Discussing Democracy and its problems Today
Addressing democracy and its shortcomingsis a very difficult and problematic issue. Last year, whilst I was lecturing second-year political philosophy students, a very brilliant student of mine declared her interest and commitment to Plato and his Republic. As a scholar in political philosophy and political campaigner myself, tacking democracy and its problems is very important, if not vital. We’re living at a time where what we routinely considered democracy is frequently under fire. This article will proceed as follows: I will describe what democracy is today, and what democracy meant to Plato. Afterwards, I will move on to describe what are today’s democracy shortcomings, and I’ll try to propose measures to tackle its many problems.
What do we mean we talk about democracy?
Democracy means (in Greek) ‘people’s power.’ The most contentious issue, though, is to expand on the word people .We mean ‘all those who enjoy certain rights under present laws.’ On our account, therefore, ‘democracy’ is a relatively ‘young’ notion, because not everybody in the past had the chance to enjoy what we now considered to be ‘human rights’ (like education, universal healthcare, or proper housing). Such rights have been such since the American and the French Revolutions, when the so-called Ancient Régime (‘old regime,’ the system whereby only the few called the shots) was ousted for good.
Benjamin Constant’s vital essay The Liberty of the Ancients Compared to That of the Modernsummarises what ‘democracy’ in our sense is: enjoying of key liberties whilst everything is decided on in the national parliaments. Thus, what Constant is saying, is that democracy is politics done on behalf of the people by their own elected representatives. But did Plato entertain the same notion of democracy? As we shall see in a moment, the answer is no.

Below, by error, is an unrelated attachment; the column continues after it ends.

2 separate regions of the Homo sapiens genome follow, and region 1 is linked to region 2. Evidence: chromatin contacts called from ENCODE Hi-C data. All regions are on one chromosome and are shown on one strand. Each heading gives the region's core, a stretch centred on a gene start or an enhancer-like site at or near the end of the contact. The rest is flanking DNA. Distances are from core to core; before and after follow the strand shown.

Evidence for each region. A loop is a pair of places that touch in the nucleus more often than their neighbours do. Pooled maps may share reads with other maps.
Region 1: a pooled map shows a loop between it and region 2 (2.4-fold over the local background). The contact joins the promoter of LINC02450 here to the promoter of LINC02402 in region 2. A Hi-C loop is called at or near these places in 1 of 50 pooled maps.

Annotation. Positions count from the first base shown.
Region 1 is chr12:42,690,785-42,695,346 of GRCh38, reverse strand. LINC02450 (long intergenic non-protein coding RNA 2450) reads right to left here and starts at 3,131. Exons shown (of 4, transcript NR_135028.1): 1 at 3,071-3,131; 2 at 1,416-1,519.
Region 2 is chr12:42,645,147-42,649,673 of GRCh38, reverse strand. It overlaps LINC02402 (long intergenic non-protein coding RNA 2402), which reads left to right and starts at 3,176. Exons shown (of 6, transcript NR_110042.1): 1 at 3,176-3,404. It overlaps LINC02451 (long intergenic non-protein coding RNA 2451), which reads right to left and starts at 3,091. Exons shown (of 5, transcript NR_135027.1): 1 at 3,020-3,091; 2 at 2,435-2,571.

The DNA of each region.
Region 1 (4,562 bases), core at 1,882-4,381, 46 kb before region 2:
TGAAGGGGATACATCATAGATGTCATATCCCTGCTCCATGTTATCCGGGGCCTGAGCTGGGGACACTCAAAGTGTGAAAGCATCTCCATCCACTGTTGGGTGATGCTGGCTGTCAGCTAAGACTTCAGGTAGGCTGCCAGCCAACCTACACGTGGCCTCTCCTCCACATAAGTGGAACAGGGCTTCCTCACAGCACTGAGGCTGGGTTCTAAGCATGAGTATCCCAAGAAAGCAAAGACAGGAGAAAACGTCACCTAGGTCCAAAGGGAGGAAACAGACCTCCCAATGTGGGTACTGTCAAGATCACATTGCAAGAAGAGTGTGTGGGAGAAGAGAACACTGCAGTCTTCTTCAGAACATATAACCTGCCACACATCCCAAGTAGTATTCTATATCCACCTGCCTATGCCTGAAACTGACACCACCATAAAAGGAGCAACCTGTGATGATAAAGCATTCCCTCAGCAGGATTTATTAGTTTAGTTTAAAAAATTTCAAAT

It’s fair to say The Republic is a synthesis of numerous subjects: a philosophical work, a key work in political theory and, to a certain extent, a political manifesto. Let’s unpack the reasons why Plato’s work is such a multifaceted work! From a philosophical standpoint, The Republicdescribes what the best form of government should be; and here the overlap with political theory is blatant. Plato addresses a key political issue, what is better: democracy or aristocracy? And answering the question requires profusely expanding on this the difference between the two.
In Plato’s time, ‘democracy’ was not a good thing. Plato’s ‘people’ equated with what we would today define as ‘the mob.’ Plato, in order to scathingly defame democracy, relies on the metaphor of the ship pilot.
Suppose being a ship captain, and steering your ship. Two members of your crew are very drunk, and trouble you whilst you’re discharging your duties. The drunken sailors are democracy, trying to hijack the normal course of the decision-making process. So, since you want to avoid such a situation, you want somebody authoritative and strong power. Such an authoritative and reliable figure, for Plato, is the philosopher-king. So, on Plato’s account, democracy is a bane: only the very few can call the shots.